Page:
Nonetheless, things have evolved in the last 10 or so years. For those students who wish to apply to the job market and become practitioners, I do feel that institutions are now, more than ever, acquainted with the skills and added-value of having a criminologist on their teams; for those students who want to pursue an academic career, there is now enough know-how to support them in applying for available grants, or to support their research efforts by giving them access to research networks, international working groups, publishing opportunities, and the like.
Among your other research interests, you are also co-chairing the Working Group on Qualitative Research Methodologies and Epistemologies (WG-QRME), as part of the European Society on Criminology (ESC). Could you describe the role of the working group in the context of the ESC and further present its research interests?
The ESC embraces a series of working groups that are steered by the ESC community and that can be found in its webpage. In 2016-17, Olga Petintseva, Yarin Eski, Julie Tieberghien and I, looking for more permanent forms of collaborating on qualitative research and to make part of a community of “qual researchers”, concluded that the ESC had no working group for qualitative methods, although there existed and still exists a working group on quantitative methods. We proposed the creation of the WG-QRME to the ESC board, never imagining that they would really take it seriously as we had just recently graduated from our PhDs and were, mostly, not well known in the Society. To our surprise, it was accepted and I’m very happy to currently co-chair the WG-QRME together with Olga, Mike Mills and yourself, Ioannis!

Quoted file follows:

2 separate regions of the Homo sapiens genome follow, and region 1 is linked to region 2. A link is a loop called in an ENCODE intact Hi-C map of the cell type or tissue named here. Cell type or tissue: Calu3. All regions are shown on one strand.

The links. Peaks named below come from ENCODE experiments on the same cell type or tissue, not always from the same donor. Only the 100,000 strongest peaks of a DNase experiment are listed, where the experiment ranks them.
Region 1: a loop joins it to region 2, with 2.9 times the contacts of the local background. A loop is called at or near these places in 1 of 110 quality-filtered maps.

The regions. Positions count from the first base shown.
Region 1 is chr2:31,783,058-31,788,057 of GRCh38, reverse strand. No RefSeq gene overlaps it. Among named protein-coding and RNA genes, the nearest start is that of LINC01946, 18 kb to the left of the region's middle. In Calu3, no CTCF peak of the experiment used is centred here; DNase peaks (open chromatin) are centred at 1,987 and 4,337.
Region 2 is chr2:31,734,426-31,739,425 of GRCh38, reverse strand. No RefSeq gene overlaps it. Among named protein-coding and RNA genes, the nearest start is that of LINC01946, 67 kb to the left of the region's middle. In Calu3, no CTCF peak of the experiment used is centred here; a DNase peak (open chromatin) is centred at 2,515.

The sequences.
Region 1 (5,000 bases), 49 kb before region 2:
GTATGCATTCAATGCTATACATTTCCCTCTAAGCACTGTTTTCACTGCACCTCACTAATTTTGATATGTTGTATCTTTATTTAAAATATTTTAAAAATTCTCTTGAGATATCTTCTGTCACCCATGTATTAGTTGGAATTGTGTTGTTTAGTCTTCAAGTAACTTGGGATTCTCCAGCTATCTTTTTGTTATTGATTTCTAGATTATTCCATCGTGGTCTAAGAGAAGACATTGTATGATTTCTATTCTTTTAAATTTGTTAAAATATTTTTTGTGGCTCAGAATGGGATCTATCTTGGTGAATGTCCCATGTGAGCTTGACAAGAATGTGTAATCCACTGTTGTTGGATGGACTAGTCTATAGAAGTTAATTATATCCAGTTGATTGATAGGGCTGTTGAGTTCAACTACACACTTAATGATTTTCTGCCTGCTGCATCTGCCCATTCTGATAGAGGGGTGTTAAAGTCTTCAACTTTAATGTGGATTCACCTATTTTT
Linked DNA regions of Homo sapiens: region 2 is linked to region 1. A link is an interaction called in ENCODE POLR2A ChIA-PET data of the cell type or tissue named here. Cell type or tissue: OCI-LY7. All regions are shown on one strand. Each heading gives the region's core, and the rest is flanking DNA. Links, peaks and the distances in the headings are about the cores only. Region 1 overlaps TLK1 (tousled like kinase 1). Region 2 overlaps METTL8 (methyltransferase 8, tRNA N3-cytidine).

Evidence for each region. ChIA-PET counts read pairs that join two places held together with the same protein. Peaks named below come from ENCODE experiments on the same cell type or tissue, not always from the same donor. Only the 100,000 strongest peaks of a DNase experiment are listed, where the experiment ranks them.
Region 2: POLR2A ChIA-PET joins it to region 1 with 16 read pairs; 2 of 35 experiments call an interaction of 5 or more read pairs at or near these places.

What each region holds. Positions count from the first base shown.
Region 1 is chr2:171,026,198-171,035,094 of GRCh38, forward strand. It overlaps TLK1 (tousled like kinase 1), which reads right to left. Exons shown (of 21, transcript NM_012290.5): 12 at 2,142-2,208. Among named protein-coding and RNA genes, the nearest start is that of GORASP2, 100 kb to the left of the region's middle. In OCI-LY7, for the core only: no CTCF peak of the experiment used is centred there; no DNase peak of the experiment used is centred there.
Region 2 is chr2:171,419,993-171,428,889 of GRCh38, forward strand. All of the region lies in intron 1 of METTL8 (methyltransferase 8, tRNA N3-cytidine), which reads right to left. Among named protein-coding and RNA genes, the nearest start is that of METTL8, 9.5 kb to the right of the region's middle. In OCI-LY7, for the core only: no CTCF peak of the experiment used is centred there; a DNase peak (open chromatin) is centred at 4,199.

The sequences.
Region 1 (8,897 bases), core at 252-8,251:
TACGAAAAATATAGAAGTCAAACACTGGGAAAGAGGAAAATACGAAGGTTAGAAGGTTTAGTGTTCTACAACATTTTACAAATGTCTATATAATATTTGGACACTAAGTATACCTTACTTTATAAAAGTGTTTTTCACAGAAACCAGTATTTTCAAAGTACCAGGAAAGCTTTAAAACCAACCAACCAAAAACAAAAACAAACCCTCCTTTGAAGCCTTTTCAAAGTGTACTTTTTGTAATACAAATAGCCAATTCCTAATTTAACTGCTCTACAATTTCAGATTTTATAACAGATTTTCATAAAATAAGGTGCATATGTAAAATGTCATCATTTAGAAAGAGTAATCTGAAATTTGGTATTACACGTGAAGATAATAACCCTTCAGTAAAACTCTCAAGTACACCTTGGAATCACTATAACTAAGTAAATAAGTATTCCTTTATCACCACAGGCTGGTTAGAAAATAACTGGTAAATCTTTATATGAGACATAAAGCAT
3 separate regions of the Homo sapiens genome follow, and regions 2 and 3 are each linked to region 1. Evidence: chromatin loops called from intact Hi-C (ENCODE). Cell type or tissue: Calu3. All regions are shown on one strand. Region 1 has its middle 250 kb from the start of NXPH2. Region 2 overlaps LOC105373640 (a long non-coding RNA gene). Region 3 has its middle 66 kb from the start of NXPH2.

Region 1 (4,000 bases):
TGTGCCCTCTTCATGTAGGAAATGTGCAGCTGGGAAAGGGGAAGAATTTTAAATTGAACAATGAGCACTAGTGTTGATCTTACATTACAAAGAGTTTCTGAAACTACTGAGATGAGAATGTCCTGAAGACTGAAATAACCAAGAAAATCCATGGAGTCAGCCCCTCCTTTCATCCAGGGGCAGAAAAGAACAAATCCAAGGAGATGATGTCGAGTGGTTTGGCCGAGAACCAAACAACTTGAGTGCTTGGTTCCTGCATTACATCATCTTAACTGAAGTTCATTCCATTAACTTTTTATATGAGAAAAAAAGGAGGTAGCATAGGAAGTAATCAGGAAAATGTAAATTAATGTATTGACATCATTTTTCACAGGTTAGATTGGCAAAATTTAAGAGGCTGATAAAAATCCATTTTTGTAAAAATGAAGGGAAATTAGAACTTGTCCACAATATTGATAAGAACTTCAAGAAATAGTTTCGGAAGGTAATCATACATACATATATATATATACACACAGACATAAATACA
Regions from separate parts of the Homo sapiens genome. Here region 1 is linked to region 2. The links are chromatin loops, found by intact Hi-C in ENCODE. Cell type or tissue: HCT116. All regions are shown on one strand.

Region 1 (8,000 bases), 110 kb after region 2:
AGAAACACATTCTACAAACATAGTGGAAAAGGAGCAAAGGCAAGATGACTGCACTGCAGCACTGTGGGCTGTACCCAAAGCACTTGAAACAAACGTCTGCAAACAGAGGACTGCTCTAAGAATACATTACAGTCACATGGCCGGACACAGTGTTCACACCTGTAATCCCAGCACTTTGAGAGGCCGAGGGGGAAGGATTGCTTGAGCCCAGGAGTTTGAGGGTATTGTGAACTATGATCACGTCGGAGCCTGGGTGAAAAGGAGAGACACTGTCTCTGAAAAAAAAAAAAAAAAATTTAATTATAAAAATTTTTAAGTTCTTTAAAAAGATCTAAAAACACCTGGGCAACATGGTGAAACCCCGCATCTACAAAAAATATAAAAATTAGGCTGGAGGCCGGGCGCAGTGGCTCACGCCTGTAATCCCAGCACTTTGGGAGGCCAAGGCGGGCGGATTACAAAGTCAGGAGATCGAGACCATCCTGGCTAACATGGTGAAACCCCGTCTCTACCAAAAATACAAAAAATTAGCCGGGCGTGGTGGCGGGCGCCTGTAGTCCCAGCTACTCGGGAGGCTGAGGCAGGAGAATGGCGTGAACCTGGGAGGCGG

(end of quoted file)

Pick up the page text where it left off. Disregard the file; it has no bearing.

In the context of the ESC, the group tries to support its annual conferences by providing pre-arranged panels, by helping with the program, and by promoting the Society on a wider level. The WG-QRME members have access to newsletters with news on members’ research and publications, upcoming events and calls for papers, as well as other relevant information. Not only that, but the WG-QRME has been actively co-organizing scientific events, such as the BEM (Between Edges and Margins) conferences and online seminars on innovative research methods; or, together with The Centre for the Study of Crime (CSC - KEME) in Greece, the “Contemporary societies in motion: Pioneering qualitative research methods in the study of deviance and social control’ online conference, which will take place on 27-28 May 2021.